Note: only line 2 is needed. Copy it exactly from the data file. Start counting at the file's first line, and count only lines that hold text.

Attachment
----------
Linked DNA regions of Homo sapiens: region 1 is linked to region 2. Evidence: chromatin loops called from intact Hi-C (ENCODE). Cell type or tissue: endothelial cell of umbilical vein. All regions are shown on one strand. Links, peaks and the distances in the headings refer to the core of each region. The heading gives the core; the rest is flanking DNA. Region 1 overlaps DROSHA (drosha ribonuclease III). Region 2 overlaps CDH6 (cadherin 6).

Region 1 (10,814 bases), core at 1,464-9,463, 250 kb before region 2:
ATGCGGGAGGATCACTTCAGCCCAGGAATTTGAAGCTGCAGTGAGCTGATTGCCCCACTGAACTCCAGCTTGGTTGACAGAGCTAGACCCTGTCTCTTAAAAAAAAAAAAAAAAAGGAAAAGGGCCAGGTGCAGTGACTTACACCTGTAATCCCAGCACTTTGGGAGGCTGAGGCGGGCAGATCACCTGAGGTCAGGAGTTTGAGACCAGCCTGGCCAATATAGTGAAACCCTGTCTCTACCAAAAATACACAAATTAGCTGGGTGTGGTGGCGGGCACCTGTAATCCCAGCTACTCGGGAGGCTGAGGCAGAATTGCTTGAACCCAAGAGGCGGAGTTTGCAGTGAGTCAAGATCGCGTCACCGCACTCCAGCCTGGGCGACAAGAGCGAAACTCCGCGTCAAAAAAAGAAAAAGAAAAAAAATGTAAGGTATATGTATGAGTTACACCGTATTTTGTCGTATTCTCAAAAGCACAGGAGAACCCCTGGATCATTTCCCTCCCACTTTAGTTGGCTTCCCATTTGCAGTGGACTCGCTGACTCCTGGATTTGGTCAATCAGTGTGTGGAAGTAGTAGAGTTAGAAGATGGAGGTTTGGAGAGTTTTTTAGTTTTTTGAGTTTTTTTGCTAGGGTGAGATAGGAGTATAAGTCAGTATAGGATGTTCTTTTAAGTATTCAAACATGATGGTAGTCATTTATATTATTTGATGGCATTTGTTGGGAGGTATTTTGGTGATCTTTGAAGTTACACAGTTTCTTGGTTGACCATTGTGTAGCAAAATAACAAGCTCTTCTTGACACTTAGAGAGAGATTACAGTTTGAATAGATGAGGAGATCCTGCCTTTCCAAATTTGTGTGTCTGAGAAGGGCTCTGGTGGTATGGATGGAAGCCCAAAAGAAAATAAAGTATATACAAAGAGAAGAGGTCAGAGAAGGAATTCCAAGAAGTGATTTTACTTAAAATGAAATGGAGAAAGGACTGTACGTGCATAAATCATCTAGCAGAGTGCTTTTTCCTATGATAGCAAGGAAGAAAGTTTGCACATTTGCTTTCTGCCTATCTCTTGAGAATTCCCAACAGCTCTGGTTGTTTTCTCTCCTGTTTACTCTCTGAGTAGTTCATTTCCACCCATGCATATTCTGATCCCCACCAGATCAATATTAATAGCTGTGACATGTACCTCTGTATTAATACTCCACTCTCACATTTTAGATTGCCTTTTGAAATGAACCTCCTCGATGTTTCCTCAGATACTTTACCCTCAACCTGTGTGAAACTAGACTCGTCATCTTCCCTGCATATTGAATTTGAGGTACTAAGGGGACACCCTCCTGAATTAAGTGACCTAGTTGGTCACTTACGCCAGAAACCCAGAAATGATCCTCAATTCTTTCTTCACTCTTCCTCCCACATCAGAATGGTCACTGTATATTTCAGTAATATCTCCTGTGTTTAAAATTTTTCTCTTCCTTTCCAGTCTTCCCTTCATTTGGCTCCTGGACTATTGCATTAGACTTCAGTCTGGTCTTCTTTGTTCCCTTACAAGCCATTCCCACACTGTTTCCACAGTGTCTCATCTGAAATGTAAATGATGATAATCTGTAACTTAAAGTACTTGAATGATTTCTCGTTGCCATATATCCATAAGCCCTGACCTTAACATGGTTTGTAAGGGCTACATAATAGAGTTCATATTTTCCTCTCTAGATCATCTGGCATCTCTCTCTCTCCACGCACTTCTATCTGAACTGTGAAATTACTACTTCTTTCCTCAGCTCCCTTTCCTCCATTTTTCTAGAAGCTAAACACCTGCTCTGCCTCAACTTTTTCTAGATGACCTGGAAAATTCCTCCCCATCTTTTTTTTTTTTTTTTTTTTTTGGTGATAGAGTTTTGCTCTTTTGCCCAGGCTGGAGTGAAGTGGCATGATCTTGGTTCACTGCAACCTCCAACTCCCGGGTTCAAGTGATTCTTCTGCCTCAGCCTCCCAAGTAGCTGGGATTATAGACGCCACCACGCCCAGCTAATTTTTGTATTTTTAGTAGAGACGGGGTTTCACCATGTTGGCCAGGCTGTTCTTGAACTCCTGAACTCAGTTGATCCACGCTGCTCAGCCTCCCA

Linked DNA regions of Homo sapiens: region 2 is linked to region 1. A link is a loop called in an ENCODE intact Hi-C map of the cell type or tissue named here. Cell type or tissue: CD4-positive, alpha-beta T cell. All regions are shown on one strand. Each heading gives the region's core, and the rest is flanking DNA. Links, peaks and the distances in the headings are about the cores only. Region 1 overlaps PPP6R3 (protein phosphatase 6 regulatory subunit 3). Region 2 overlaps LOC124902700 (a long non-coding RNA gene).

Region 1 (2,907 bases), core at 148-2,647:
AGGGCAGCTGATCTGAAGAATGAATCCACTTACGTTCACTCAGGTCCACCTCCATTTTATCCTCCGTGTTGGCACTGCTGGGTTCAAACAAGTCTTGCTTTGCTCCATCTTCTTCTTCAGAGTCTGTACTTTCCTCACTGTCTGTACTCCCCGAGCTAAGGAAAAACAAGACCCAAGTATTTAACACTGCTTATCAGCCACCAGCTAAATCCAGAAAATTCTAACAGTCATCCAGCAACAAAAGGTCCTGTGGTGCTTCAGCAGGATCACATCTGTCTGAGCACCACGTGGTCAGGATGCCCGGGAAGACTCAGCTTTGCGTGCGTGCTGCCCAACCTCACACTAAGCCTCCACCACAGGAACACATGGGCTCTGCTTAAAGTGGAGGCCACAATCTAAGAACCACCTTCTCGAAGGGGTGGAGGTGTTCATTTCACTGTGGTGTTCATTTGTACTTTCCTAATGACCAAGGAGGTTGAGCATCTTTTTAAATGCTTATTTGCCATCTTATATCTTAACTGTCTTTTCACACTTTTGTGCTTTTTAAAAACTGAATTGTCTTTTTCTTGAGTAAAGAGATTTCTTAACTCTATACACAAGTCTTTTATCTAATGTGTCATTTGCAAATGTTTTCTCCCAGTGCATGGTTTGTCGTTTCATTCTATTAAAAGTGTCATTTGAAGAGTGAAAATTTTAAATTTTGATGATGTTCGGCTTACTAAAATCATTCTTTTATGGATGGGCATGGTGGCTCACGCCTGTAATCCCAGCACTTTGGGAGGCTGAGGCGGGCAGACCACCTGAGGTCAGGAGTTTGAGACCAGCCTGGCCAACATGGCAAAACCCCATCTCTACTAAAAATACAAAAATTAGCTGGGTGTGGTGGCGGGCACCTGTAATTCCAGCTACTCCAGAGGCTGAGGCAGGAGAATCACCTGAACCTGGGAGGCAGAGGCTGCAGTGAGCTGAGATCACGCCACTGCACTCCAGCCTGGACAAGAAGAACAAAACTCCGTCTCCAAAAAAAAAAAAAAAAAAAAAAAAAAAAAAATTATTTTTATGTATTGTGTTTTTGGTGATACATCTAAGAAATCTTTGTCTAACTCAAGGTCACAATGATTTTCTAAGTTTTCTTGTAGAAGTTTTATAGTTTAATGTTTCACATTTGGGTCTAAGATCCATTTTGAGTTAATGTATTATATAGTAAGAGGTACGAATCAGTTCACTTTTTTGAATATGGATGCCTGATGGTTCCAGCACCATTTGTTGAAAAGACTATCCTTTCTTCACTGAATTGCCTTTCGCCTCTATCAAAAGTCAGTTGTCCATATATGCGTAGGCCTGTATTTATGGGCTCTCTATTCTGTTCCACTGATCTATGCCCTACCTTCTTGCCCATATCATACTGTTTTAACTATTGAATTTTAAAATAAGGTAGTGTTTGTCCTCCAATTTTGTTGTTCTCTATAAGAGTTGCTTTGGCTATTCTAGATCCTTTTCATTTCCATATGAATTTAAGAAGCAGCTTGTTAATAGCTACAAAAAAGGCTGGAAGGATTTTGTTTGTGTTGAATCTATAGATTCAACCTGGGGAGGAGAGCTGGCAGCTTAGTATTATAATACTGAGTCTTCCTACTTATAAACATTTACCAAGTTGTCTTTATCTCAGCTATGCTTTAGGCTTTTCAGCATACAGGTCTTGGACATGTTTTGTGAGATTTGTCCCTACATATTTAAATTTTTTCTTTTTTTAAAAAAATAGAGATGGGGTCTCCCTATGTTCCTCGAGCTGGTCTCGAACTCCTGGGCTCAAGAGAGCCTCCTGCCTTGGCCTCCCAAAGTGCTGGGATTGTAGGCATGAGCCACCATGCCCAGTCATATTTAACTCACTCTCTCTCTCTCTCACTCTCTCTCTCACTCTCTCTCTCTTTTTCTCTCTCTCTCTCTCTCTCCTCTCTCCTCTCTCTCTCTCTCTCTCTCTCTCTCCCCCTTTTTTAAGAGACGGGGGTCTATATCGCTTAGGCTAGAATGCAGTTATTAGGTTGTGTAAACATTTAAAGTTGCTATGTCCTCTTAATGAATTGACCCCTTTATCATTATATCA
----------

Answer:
Region 1 (10,814 bases), core at 1,464-9,463, 250 kb before region 2: